Chimney Liner Installation
How much does it cost to install a chimney liner?
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Chimney Liner Installation Cost Guide
Updated: 26 Jan 2022
Chimney Liner Installation
Updated: Jul 29, 2021
Reviewed by Adam Graham remodeling expert. Written by Fixr.com.
For decades, federal and professional safety organizations have recommended installing a liner in your chimney as a protective measure. Chimney liners provide an extra layer of fire protection and reduce corrosion on the chimney walls. As an extra benefit, they also improve the efficiency of appliances to reduce utility costs.
The national average cost to install a chimney liner ranges from $1,800 to $4,000, with most homeowners paying around $2,500 for a flexible double-wall stainless-steel chimney liner. Costs can be as low as $625 to install a rigid single-wall aluminum chimney liner. However, homeowners can expect to pay as much as $7,000 for a cast-in-place liner.
Chimney Liner Costs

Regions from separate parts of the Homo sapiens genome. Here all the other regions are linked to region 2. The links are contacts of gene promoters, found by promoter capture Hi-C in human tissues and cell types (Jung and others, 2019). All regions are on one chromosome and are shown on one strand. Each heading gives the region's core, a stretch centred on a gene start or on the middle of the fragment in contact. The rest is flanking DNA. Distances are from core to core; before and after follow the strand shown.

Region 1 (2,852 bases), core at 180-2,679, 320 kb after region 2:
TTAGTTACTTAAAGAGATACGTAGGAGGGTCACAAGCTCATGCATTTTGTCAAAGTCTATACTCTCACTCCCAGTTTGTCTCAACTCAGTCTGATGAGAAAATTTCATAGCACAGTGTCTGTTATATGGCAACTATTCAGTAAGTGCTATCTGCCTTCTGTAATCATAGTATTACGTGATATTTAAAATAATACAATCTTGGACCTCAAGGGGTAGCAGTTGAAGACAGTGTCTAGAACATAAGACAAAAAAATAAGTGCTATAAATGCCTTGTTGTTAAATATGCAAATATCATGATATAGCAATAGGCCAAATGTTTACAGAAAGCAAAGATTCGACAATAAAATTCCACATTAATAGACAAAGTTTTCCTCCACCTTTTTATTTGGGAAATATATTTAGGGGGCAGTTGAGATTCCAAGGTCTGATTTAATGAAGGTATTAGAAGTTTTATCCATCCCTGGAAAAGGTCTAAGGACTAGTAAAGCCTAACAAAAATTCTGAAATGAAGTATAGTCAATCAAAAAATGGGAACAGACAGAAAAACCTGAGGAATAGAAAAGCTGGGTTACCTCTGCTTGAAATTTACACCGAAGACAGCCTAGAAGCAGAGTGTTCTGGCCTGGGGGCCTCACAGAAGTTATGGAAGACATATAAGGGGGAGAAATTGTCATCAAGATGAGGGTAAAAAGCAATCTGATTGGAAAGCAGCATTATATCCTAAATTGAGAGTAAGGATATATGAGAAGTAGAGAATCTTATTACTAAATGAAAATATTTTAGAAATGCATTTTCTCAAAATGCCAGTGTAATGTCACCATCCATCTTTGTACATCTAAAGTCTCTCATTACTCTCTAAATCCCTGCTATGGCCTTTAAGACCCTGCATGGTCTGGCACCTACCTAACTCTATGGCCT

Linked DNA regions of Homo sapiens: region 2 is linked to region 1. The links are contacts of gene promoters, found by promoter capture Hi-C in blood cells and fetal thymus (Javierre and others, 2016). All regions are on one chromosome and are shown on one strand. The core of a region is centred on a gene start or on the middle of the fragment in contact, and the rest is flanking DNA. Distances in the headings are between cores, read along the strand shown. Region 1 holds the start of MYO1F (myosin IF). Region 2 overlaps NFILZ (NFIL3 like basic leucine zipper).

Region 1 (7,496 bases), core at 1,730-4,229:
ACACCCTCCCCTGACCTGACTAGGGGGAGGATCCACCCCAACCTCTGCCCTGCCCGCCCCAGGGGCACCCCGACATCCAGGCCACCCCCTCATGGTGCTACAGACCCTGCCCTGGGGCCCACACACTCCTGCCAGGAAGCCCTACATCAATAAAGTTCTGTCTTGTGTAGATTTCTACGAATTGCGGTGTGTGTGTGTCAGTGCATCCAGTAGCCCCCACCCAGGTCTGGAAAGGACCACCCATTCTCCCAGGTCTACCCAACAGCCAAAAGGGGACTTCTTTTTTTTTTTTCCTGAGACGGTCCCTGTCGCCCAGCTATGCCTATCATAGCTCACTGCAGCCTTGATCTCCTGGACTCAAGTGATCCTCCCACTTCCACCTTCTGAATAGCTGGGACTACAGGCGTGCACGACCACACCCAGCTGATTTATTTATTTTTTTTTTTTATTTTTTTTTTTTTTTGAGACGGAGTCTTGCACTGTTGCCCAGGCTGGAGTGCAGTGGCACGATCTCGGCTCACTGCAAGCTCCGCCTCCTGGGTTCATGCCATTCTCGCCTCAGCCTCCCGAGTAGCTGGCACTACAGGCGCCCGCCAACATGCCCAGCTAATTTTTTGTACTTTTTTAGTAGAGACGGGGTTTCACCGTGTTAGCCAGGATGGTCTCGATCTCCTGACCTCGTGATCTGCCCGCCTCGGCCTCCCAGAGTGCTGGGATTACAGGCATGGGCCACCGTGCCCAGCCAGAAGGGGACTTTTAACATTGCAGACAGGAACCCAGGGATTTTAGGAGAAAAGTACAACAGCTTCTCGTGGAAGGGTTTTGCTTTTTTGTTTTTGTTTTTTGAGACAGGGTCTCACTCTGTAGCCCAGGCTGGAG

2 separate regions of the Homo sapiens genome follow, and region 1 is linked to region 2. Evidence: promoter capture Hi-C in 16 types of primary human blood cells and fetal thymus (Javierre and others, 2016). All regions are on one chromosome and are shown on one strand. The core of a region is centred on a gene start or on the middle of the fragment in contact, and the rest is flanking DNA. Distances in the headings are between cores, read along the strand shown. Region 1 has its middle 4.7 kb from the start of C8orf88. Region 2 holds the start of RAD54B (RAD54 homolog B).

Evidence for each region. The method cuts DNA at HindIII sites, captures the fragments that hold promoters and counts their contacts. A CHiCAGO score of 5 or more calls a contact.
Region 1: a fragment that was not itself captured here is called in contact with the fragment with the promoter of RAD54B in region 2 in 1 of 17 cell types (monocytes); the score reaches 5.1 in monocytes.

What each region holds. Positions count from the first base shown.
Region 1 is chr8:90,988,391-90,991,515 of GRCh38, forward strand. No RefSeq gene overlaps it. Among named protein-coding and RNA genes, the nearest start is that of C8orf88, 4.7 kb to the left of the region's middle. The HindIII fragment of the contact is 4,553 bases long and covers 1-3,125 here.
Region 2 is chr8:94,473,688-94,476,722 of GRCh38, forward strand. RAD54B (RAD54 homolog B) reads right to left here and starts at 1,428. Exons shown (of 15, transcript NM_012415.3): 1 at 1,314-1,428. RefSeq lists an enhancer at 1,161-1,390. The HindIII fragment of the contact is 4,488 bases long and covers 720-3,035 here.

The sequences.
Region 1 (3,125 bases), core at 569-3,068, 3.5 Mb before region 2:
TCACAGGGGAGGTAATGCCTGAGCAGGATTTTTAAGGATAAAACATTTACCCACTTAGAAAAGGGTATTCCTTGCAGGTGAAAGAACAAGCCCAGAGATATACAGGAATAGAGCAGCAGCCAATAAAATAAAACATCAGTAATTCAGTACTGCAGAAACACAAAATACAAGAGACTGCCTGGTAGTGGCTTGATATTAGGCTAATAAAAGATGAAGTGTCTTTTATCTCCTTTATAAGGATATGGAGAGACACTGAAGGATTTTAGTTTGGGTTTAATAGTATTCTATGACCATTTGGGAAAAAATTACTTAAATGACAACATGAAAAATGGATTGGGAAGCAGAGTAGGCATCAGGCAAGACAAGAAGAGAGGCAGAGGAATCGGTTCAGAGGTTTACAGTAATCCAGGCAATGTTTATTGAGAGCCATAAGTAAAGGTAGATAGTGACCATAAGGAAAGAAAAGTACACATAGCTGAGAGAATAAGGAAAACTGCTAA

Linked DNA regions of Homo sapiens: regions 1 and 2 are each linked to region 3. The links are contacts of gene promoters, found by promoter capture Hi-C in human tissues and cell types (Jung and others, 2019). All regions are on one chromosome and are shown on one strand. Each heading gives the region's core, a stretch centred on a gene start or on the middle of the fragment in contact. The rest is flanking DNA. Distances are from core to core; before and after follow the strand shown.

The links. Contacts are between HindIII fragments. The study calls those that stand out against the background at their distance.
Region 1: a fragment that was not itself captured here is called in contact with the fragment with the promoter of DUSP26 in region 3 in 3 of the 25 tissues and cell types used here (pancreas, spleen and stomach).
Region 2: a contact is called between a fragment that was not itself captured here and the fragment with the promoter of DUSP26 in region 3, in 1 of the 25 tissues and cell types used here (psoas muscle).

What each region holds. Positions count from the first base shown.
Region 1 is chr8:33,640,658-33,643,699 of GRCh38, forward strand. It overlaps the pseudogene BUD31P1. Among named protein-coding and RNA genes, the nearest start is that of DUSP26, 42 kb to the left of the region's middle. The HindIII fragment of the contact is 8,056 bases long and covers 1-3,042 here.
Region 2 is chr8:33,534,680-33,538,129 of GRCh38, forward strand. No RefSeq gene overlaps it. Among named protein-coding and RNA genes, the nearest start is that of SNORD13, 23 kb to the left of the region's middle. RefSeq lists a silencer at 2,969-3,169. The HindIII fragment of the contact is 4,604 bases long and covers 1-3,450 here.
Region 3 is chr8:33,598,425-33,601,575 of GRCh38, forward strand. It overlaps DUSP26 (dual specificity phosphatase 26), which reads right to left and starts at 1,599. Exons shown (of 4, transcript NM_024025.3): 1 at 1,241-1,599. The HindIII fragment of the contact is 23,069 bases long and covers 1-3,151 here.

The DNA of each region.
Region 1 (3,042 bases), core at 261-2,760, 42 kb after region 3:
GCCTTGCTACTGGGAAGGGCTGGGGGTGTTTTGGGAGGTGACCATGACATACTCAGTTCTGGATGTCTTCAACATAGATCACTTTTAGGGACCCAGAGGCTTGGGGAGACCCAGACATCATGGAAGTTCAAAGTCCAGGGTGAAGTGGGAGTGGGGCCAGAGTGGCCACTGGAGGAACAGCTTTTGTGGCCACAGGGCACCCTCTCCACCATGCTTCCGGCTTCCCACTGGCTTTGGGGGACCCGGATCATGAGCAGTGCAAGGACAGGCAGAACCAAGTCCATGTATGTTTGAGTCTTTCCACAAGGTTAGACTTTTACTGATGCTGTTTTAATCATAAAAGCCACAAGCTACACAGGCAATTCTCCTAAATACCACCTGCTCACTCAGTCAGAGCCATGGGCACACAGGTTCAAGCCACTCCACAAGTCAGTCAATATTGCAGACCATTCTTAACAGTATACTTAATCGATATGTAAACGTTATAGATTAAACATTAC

|Chimney Liner Installation Cost|
|National average cost||$2,500|
Single vs Double-Wall Chimney Liner Prices
Every chimney needs a liner. Without it, hazardous gases or even fire can enter your home. The most popular way to build a new chimney or repair an existing one is to install a stainless steel or aluminum liner. When it comes to stainless-steel and aluminum liners, homeowners have two options: single- or double-wall. Double- and single-wall options are only available in metal liners as the other materials do not have insulating properties. The cost ranges from $20 for single-wall versions to $90 for double-wall varieties.
|Type||Cost per Foot (Materials Only)|
|Single-Wall||$20 - $40|
|Double-Wall||$40 - $90|
You can expect to pay between $20 and $40 per foot for a single-wall liner. These are considered a very economical choice when selecting a new liner. They are often made of stainless steel and are flexible enough to install easily by fitting past the damper. Single-wall liners are more difficult to clean and are considered less durable. They also have a similar price point as rigid options.
Double-wall liners usually cost between $40 and $90 per foot. A double-wall liner has a smooth inner wall and a corrugated outer wall. They tend to have less creosote build-up and increase drafts by approximately 20 percent. These models provide improved appliance efficiency. Single-wall versions are less expensive and fairly strong. However, a double-wall version has additional strength and creates less build-up since the temperatures do not fluctuate as much with this material due to the extra layer of insulation.
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Chimney Liner Cost by Type